Whether you just purchased a new home or you’ve always dreamed of having a gorgeous flower garden in your current yard, now is a great time to make it happen. Starting a flower garden is fun and rewarding and certainly adds curb appeal.
Step 1 – Know Your Garden
- Know your site: The first step in creating the perfect flower garden is to familiarize yourself with the area you want to plant. Make sure you know the conditons of the area – light, moisture conditions, and the topography.
- Know your flowers: Learn what plants grow well in your conditions and soil. Do not be afraid to go to your local garden center and speak to the garden center specialist about what type of flowers grow best in your conditions. You want to make sure to purchase flowers that grow well in full sun if your site has full sun or flowers that need full shade, etc.
- Know your frost cycle: To make sure your newly planted garden will survive the seasons, you will need to know your area’s average last and first frost dates. Benzakein notes this will affect when you start seeds and will allow you to plant varieties that will grow into autumn. Starting your seeds about 4 to 6 weeks before the average last frost date will give your plants a jump start. The plants will fill in faster and cut down on weeds. If you don’t have a greenhouse to start your seeds in, a covered seed tray indoors under growing lights will work.
Step 2 – Create Your Color Palette
- Create unity: When choosing a color scheme, using variations and different tones of the same color can make an impact without dominating. But have fun and try different things until you figure out what you like and what looks best for you. There is no right or wrong in your garden!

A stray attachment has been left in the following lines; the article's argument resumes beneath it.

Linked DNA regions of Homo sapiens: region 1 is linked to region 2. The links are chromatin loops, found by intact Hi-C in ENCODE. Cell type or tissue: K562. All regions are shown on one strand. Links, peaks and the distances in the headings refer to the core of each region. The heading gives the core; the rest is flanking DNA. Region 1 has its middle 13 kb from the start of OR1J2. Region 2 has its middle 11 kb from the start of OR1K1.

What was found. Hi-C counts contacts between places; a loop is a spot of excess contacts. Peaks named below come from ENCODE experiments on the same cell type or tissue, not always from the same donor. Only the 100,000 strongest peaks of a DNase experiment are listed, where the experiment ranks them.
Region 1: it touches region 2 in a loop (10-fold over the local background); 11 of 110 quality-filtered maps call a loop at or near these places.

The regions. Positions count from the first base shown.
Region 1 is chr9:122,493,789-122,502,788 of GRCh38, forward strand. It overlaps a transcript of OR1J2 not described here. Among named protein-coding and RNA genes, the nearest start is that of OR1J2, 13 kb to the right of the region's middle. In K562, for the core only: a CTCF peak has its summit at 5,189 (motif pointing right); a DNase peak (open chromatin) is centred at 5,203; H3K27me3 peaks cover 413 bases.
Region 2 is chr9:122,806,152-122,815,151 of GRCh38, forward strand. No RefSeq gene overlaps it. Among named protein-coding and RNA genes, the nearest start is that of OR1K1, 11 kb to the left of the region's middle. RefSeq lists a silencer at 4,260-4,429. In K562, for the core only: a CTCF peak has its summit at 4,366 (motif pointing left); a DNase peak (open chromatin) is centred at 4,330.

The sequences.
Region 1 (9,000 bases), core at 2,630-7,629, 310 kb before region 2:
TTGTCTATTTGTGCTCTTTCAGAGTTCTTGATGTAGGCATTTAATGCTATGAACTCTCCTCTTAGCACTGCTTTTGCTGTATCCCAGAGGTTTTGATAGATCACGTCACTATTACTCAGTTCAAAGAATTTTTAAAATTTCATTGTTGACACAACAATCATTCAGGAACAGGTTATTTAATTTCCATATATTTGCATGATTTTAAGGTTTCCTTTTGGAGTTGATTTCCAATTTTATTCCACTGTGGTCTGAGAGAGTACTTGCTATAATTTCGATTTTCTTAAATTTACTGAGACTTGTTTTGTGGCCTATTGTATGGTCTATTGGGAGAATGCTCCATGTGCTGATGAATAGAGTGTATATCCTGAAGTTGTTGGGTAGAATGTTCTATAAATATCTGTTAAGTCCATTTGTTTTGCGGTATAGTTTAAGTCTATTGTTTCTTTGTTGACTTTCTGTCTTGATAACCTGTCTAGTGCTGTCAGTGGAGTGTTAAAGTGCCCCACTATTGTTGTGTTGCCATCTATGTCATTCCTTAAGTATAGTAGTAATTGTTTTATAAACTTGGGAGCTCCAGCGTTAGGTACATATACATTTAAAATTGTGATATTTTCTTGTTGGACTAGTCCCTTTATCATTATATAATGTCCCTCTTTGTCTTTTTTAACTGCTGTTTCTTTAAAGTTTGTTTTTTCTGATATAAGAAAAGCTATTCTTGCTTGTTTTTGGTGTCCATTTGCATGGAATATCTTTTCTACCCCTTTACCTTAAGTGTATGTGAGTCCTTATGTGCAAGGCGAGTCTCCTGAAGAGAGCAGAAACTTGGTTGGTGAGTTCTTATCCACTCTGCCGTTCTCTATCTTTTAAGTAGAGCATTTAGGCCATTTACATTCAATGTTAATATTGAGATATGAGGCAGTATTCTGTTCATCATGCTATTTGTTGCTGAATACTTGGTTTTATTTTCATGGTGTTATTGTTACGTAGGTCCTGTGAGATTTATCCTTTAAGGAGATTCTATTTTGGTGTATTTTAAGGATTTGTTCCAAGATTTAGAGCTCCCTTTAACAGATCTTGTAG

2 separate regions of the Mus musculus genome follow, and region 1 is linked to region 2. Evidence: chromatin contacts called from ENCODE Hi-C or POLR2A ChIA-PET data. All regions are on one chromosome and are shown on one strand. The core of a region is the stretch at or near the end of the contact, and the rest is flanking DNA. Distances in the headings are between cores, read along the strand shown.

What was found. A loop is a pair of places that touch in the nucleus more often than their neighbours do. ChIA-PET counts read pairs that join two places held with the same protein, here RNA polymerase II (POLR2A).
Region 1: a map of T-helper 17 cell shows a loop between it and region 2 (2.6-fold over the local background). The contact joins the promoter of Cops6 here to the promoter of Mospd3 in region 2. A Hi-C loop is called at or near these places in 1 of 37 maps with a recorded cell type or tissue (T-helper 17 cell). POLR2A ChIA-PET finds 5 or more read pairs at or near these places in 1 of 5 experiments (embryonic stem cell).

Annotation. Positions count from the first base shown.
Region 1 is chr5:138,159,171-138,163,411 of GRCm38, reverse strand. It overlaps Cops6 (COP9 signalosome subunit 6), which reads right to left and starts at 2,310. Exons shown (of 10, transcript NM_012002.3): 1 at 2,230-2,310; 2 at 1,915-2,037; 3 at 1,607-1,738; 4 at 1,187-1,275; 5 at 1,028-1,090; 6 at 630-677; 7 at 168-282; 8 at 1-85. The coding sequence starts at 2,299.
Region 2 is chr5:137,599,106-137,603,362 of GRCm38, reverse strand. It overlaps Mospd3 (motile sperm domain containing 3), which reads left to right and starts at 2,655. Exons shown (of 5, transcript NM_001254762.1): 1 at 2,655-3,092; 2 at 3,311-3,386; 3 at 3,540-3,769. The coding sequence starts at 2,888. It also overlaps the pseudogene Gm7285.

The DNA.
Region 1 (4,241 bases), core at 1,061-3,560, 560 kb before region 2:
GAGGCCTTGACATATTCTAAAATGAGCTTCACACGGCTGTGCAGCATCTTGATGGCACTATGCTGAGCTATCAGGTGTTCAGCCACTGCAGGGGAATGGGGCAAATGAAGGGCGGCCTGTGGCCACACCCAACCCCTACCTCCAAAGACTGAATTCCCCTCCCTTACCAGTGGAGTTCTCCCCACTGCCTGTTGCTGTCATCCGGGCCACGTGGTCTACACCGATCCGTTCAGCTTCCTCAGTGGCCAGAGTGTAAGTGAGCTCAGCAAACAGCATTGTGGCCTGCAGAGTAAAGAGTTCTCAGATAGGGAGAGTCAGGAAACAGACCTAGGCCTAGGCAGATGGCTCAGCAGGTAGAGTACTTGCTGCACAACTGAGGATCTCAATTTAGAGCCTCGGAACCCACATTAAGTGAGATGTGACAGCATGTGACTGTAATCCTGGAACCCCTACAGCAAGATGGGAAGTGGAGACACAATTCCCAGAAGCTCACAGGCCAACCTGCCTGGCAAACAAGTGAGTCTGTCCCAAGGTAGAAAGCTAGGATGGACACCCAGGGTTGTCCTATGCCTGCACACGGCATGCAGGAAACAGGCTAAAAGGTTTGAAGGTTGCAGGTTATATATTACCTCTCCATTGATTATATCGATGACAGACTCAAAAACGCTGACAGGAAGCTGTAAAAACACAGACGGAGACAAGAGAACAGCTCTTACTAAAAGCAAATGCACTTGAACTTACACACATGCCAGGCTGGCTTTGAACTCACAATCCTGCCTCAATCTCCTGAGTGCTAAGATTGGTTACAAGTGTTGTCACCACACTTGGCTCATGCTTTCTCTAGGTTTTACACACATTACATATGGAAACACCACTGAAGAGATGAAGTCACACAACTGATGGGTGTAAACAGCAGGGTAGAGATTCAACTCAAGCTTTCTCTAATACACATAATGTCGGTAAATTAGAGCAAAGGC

- Create excitement: While sticking to a few similar hues can create a feeling of harmony, complimentary colors — opposites on the color wheel — create juxtaposition. For example, the combination of blue and yellow is fresh, lively, and summery. “In a sunny spot, warm tones like yellows, oranges, and reds make the most of the light, especially during the ‘golden hours,’ when the sun rises or sets. However, on their own, hot colors can appear rather flat. Blues compliment the yellows, creating harmony and vibrancy.
- Create peaceful areas: It is prudent to practice restraint, as too much variety can feel tiring. You can’t have everything screaming at you in the garden. Separate areas with intense color or high drama with neutrals. But again I encourage the use of colors you personally enjoy in your garden.
Step 3 – Design Like a Pro
- Design with shape: When designing a flower garden, world-renowned Dutch garden designer Piet Oudolf suggests that shape is a good place to start. Perennials have several basic shapes: spires, plumes, daisies, buttons, globes, umbels, and screens. Try putting different shapes together and see if they spark off each other. Some combinations will be vibrant and dynamic, others may clash. Planting similar flower shapes together can reinforce an idea.
- Design with repetition: The repetition of key shapes or colors provides a sense of calm and visual unity. Ideally, plants you repeat should have a long season, not look untidy after flowering, and flourish in the garden’s conditions.
- Design in layers: Matt James, in his book, How to Plant a Garden, states, “When planting, try to pull one layer subtly into another — and vice versa — to create a more natural look, rather than simply arrange the layers like a staircase.” Oudolf warns that you can “lose plants in the back,” so it is important to make sure sight lines remain to see flowers at the rear of a border.
- Design in combinations: “Think in terms of plant combinations rather than individual species,” suggests Sean Hogan of Cistus Nursery near Portland, Oregon. Mixing plant heights, sizes, colors, scale, and textures keeps the garden engaging in all seasons. Relaxed plantings will provide color, movement and a meadow-like feel.
- Design with fragrance and movement: Dan Hinkley, plant hunter and author, has discovered what he enjoys most in his garden — fragrance and movement. “These elements of a garden aren’t included in the design often enough.” He advises to take advantage of natural breeze patterns to allow the scents of flowers to waft toward your home or patio areas.